The first of six children, Franz Kafka was born in 1883. His father, Herman Kafka, was an industrious man; he owned a dry-goods store in the Jewish ghetto in the city of Prague. Herman was ashamed of his Jewish heritage and tried, as much as possible, to appear German. He married into a higher social class when he married Julie Loewy, Franz’s mother.
A bright child, Kafka was an excellent student at a prestigious German high school. When he graduated his parents rewarded him with a trip to the North Sea. Afterwards, instead of entering the family business, Kafka decided to go to a university. As a student, his rebelliousness led to reckless living and deteriorating health. In 1902 Kafka met the writer Max Brod, and the two men became close friends. Kafka published his first work, Description of a Struggle, in 1904. In 1906, Kafka received his doctorate in law from the German university, Karls-Ferdinand, in Prague.
Armed with his law degree, Kafka entered the insurance business. Through a family contact, he began a successful sixteen-year career as one of a handful of Jews working in the semi-public German Workers’ Accident Insurance in 1908. There he produced technical writings with a masterful lucid prose. He worked long hours and then managed his brother’s factory. Seeing the obvious strain on his friend, Brod begged for help from Kafka’s mother. She secretly hired a manager to take her son’s place. During this time, Kafka lived at home, in a room between the living room and his parents’ noisy bedroom. He gained some recognition as a writer when he was awarded the Theodor Fontane Prize in 1915.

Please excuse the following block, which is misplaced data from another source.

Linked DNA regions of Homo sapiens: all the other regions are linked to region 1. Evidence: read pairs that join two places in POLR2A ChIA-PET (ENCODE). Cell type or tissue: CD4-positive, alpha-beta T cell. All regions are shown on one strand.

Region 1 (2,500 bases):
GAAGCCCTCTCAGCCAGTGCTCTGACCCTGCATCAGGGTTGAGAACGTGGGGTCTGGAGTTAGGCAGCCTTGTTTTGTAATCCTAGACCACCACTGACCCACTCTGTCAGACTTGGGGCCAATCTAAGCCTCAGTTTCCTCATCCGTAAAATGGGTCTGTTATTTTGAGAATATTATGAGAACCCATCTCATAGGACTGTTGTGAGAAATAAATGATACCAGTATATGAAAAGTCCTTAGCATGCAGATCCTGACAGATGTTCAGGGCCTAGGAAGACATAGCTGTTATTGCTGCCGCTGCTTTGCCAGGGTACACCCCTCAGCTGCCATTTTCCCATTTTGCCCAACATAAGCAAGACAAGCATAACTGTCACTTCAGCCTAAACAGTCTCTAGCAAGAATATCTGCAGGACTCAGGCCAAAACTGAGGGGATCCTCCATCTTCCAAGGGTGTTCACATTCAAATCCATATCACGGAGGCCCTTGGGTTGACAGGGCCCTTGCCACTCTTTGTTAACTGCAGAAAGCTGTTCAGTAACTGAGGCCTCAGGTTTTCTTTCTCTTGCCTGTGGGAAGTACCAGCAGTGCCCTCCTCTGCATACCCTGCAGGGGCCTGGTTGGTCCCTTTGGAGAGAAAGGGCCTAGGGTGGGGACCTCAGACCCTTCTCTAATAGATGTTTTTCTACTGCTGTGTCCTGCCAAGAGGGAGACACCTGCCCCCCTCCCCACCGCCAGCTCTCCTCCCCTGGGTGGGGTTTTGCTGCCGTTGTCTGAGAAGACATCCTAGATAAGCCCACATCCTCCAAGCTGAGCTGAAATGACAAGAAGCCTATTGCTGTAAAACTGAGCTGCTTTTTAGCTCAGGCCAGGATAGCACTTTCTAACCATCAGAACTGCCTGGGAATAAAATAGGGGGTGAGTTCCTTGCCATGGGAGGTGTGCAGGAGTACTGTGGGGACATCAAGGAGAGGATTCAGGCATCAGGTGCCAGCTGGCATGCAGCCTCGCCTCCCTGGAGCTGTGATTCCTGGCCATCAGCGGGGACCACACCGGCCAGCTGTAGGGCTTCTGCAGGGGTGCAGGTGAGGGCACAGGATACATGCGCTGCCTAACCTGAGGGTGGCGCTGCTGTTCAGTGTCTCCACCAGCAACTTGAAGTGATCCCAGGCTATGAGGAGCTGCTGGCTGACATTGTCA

Kafka never married. He had several long-term relationships but companionship troubled him and he wrote in his Diaries that he viewed “coitus as the punishment for the happiness of being together.” Kafka sabotaged his long engagement with Felice Bauer in 1917. Two years later he was engaged to Julie Whoryzek, the daughter of a janitor. Kafka’s father said that the shame of such a match would be so disastrous that he would have to sell his business and emigrate. In response, Kafka wrote the angry and self-lacerating Letter to His Father and gave it to his mother. She decided against giving it to her husband. Kafka broke off the relationship just after they had found an apartment together.
Not surprisingly, work and family strains began to take their toll and Kafka took restorative vacations for his health. Finally, in 1923, he retired from business in order to devote himself to writing. He also moved to Berlin. Missing the activity and tensions of home, he returned. His health problems persisted, however, and he traveled to find a kinder climate for his fragile condition. Kafka died of tuberculosis on June 3, 1924, in Kierling (near Vienna, Austria).